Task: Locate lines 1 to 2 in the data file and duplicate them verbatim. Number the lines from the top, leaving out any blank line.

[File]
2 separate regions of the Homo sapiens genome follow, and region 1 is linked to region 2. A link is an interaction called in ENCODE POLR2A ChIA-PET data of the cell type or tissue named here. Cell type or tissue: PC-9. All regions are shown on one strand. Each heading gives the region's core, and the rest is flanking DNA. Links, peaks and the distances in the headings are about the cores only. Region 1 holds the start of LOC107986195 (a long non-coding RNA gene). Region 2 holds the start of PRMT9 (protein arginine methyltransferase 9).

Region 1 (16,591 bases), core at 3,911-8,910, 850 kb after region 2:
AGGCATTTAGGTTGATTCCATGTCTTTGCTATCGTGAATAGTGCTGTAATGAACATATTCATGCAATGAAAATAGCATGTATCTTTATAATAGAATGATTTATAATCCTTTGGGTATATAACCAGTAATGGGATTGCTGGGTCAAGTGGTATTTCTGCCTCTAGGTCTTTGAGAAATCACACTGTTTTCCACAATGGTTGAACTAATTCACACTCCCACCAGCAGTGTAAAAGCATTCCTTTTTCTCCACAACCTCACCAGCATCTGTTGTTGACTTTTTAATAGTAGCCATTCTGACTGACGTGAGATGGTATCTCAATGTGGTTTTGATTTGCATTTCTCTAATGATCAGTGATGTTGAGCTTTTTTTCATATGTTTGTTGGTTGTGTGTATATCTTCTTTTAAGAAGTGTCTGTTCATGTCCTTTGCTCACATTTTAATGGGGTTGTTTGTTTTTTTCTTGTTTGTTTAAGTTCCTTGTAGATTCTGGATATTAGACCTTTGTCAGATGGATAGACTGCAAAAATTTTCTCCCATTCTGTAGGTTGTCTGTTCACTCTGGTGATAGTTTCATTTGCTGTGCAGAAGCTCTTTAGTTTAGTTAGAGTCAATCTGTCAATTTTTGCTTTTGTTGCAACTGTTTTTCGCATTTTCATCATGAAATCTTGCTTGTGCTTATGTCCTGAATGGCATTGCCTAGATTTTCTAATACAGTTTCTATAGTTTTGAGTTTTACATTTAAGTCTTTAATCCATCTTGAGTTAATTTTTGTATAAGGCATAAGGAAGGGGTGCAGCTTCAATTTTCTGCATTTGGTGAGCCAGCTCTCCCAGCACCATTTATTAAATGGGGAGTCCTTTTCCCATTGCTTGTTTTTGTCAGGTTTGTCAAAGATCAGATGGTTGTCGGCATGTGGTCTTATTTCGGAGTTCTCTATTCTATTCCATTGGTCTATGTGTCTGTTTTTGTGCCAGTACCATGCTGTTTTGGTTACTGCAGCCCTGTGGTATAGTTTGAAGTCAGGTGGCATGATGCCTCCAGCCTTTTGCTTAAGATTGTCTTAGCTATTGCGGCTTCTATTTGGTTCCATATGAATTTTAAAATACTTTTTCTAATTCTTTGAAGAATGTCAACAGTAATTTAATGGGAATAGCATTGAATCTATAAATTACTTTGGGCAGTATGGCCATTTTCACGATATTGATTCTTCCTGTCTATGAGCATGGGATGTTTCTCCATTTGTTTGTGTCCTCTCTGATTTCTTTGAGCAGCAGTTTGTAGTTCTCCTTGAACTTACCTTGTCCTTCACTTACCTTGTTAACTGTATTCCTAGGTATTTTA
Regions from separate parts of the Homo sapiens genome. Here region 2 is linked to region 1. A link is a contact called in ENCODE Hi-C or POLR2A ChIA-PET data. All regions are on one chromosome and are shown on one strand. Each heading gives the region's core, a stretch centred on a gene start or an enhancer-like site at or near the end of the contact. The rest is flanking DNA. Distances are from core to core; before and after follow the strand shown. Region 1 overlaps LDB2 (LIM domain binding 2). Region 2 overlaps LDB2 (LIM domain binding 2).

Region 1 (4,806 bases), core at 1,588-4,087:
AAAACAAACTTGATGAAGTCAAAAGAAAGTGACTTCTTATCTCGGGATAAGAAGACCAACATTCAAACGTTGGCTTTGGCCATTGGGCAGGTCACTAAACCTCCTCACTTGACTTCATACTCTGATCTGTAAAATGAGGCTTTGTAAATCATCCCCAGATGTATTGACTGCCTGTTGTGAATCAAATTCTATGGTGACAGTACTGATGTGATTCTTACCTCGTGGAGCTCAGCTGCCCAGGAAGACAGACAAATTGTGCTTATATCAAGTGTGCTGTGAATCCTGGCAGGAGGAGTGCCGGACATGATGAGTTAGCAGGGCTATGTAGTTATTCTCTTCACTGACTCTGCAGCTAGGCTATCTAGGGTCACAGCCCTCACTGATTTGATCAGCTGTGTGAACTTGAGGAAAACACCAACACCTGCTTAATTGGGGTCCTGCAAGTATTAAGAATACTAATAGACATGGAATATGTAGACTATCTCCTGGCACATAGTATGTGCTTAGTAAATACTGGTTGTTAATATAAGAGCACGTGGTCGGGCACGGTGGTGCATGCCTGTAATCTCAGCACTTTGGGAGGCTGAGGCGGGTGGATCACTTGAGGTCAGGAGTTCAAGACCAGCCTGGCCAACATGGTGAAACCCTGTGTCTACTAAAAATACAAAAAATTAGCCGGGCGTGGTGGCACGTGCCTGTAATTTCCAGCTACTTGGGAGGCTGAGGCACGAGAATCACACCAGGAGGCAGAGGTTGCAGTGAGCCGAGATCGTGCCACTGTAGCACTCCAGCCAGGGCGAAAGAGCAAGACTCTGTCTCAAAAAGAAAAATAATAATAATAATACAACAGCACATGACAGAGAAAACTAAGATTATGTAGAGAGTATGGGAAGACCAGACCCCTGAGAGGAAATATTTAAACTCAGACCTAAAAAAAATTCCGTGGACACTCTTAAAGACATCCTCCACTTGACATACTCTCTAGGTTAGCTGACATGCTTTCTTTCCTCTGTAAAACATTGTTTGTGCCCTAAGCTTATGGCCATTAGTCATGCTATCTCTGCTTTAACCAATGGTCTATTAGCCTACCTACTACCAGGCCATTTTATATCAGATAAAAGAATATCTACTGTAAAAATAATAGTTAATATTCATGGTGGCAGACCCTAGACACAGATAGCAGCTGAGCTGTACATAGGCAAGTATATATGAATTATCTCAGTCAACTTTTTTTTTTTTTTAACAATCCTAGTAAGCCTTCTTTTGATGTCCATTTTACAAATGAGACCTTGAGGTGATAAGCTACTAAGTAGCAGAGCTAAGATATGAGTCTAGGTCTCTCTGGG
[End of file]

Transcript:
2 separate regions of the Homo sapiens genome follow, and region 1 is linked to region 2. A link is an interaction called in ENCODE POLR2A ChIA-PET data of the cell type or tissue named here. Cell type or tissue: PC-9. All regions are shown on one strand. Each heading gives the region's core, and the rest is flanking DNA. Links, peaks and the distances in the headings are about the cores only. Region 1 holds the start of LOC107986195 (a long non-coding RNA gene). Region 2 holds the start of PRMT9 (protein arginine methyltransferase 9).

Region 1 (16,591 bases), core at 3,911-8,910, 850 kb after region 2: